THR – Reconciliation Through Film: Season 4, 2020-2021
Engage with themes of colonization and Indigenous resilience through film with our online national film screenings.
The National Film Board of Canada generously offers these films for our annual viewing. To help sustain the creation, administration, and facilitation of these reflection groups and the Truth, Healing and Reconciliation program, we suggest a contribution of $10 for each reflection group you wish to participate in. We offer a sliding scale as well, to accommodate your personal situation.
How it works: Participants have 2 weeks to view a film, read supporting materials, and then come together for a scheduled video conference call to debrief.
The films we will view are: (updated registration information coming soon; please check back)
1) The Whale and the Raven – Saturday, October 17, 2020, 12:30-2:00 p.m. ET, Registration closed
2) Six Miles Deep – Saturday, February 27, 2021 12:30-2:00 p.m. ET, Registration (ends Friday, February 12)
3) Jordan River Anderson: The Messenger – Saturday, April 17, 2021, 12:30-2 p.m.ET, Registration (ends Friday, April 2)
It’s simple to join!
– Register for each film before the deadline. Everything you need will be emailed to you the day after the registration deadline.
– Over the following 2 weeks, consider the reflection questions provided as you watch the film and engage with the supporting materials.
– Join the online Reflection Group to debrief. Commitment matters! Registration to view the film indicates a firm commitment to attend.
We look forward to connecting with you!
The Whale and the Raven – Registration – Registration closed!
Watch the film and read the materials: October 3 – October 17, 2020
Reflection Group: Saturday, October 17, 2020, 12:30-2:00 pm ET
Director Mirjam Leuze’s The Whale and the Raven illuminates the many issues that have drawn whale researchers, the Gitga’at First Nation, and the Government of British Columbia into a complex conflict. As the people in the Great Bear Rainforest struggle to protect their territory against the pressure and promise of the gas industry, caught in between are the countless beings that call this place home.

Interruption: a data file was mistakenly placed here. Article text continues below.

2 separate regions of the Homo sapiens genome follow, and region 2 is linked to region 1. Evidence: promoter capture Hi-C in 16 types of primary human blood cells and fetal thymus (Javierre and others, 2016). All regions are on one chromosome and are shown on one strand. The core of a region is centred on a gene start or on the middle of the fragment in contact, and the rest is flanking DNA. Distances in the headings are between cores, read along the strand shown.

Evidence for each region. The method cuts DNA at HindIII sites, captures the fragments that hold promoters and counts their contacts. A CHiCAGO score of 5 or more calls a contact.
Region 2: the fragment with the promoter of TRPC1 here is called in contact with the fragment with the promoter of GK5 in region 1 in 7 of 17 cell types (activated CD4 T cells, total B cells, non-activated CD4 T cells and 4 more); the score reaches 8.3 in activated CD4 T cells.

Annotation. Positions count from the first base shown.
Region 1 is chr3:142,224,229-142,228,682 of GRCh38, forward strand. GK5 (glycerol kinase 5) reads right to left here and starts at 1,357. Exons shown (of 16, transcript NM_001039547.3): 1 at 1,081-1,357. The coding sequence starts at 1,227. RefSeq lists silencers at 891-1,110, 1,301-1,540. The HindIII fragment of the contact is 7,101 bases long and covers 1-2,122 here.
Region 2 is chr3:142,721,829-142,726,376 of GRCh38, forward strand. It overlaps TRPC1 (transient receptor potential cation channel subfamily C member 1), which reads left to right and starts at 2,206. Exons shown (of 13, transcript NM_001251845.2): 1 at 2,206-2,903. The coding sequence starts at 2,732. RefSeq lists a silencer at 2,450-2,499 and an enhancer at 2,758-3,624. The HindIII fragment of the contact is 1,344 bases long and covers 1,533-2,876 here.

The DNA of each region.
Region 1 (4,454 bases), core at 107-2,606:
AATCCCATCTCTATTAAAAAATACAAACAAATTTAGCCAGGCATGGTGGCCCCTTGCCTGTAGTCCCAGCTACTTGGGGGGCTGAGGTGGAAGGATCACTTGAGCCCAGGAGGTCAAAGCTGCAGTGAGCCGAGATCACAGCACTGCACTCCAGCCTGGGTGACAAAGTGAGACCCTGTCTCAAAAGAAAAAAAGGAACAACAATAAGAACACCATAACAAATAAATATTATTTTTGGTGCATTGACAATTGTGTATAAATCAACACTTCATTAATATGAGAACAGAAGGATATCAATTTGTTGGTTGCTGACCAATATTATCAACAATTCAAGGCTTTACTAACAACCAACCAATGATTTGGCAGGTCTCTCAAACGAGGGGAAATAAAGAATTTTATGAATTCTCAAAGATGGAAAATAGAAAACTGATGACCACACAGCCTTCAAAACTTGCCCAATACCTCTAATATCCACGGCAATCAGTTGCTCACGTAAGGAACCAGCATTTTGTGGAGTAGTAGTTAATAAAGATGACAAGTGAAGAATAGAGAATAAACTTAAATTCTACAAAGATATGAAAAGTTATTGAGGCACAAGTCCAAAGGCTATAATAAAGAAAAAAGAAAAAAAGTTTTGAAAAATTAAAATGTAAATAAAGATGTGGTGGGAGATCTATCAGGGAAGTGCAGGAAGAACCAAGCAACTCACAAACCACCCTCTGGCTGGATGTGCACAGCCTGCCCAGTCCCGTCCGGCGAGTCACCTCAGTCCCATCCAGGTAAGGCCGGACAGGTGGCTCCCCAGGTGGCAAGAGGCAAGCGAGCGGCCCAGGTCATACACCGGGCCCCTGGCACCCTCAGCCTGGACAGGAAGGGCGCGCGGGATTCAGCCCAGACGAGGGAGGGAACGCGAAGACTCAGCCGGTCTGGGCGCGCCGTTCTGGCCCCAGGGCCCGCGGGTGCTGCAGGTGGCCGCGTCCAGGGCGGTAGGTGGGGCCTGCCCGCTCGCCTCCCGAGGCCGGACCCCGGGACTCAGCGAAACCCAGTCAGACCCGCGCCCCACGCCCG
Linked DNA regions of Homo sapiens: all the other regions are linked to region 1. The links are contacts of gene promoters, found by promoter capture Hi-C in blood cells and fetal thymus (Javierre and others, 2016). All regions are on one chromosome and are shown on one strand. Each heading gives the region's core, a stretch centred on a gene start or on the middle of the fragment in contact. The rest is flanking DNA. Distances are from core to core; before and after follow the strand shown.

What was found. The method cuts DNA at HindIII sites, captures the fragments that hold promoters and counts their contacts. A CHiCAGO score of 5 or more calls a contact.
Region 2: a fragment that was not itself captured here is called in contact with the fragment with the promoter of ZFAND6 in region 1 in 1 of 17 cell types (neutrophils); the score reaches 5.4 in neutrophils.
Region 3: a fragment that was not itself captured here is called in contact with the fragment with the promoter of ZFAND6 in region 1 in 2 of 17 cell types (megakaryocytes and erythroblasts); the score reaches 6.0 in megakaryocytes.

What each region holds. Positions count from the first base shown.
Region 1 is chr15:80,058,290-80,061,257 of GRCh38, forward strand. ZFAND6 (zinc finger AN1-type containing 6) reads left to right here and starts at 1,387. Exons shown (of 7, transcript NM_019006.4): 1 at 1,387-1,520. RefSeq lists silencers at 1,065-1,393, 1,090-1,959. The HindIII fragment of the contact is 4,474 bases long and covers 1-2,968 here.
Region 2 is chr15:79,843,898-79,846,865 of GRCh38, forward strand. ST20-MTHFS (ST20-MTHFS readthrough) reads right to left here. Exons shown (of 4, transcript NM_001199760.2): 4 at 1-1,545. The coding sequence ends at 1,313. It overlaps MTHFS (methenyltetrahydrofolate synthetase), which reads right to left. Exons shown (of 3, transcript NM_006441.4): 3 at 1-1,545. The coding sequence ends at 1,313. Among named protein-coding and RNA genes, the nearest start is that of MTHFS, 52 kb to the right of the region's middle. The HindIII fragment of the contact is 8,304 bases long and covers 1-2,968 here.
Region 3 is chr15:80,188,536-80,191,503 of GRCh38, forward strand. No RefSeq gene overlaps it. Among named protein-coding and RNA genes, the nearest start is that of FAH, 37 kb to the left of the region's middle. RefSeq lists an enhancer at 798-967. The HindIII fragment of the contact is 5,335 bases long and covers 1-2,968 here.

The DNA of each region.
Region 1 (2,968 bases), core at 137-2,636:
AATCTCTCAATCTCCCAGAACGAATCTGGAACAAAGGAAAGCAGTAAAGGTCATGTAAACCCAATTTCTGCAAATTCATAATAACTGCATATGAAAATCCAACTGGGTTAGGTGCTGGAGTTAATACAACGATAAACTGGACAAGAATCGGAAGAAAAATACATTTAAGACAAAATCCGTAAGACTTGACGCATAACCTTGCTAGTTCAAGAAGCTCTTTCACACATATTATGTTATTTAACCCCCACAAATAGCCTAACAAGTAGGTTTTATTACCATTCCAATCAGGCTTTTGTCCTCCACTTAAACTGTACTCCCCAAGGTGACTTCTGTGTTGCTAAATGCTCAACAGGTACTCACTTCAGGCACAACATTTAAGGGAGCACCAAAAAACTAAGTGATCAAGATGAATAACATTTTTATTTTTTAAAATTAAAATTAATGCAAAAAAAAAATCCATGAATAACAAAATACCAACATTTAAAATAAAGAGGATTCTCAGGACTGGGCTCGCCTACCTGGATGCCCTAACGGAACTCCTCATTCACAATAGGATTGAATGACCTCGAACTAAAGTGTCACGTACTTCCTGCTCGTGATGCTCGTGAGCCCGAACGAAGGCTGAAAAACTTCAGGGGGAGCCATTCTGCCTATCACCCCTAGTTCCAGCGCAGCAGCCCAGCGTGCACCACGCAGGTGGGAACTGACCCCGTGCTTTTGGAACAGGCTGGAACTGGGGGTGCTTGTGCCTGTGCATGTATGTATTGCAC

*Note that this film was not Indigenous-directed, however it was one of the very first to sign onto the Indigenous Production Protocols for producing with Indigenous communities and on the territory.
This short documentary offers a portrait of a group of women who led their community, the largest reserve in Canada, Six Nations of the Grand River Reserve, in an historic blockade to protect their land.
On February 28, 2006, members of the Iroquois Confederacy blockaded a highway near Caledonia, Ontario to prevent a housing development on land that falls within their traditional territories. The ensuing confrontation made national headlines for months. Less well-known is the crucial role of the clan mothers of the community who set the rules for conduct. When the community’s chiefs ask people to abandon the barricades, it is the clan mothers who overrule them, leading a cultural reawakening in their traditionally matriarchal community.
Jordan River Anderson: The Messenger – Registration (ends Friday, April 2)
Watch the film and read the materials: April 3 – April 17, 2021
Reflection Group: Saturday, April 17, 2021, 12:30-2:00 ET
Alanis Obomsawin’s 52nd film tells the story of how the life of Jordan River Anderson initiated a battle for the right of First Nations and Inuit children to receive the same standard of social, health and educational services as the rest of the Canadian population.